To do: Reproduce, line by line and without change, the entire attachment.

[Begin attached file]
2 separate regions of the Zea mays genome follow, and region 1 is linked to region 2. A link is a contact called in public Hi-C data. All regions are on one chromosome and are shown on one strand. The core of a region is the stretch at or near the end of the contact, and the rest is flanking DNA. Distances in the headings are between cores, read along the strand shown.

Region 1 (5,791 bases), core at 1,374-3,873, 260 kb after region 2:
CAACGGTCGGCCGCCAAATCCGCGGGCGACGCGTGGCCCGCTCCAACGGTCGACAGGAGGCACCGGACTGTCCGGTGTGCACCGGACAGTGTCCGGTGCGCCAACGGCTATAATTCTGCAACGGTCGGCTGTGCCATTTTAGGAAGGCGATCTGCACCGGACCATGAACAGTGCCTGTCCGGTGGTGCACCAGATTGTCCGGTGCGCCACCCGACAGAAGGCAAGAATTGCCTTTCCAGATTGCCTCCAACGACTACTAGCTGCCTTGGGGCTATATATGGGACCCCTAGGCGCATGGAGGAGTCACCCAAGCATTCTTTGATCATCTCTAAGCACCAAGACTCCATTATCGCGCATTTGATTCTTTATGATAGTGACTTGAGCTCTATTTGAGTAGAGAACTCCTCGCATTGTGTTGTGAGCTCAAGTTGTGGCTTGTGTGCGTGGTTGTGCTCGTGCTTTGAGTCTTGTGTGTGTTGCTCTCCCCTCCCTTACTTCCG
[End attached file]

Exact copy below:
2 separate regions of the Zea mays genome follow, and region 1 is linked to region 2. A link is a contact called in public Hi-C data. All regions are on one chromosome and are shown on one strand. The core of a region is the stretch at or near the end of the contact, and the rest is flanking DNA. Distances in the headings are between cores, read along the strand shown.

Region 1 (5,791 bases), core at 1,374-3,873, 260 kb after region 2:
CAACGGTCGGCCGCCAAATCCGCGGGCGACGCGTGGCCCGCTCCAACGGTCGACAGGAGGCACCGGACTGTCCGGTGTGCACCGGACAGTGTCCGGTGCGCCAACGGCTATAATTCTGCAACGGTCGGCTGTGCCATTTTAGGAAGGCGATCTGCACCGGACCATGAACAGTGCCTGTCCGGTGGTGCACCAGATTGTCCGGTGCGCCACCCGACAGAAGGCAAGAATTGCCTTTCCAGATTGCCTCCAACGACTACTAGCTGCCTTGGGGCTATATATGGGACCCCTAGGCGCATGGAGGAGTCACCCAAGCATTCTTTGATCATCTCTAAGCACCAAGACTCCATTATCGCGCATTTGATTCTTTATGATAGTGACTTGAGCTCTATTTGAGTAGAGAACTCCTCGCATTGTGTTGTGAGCTCAAGTTGTGGCTTGTGTGCGTGGTTGTGCTCGTGCTTTGAGTCTTGTGTGTGTTGCTCTCCCCTCCCTTACTTCCG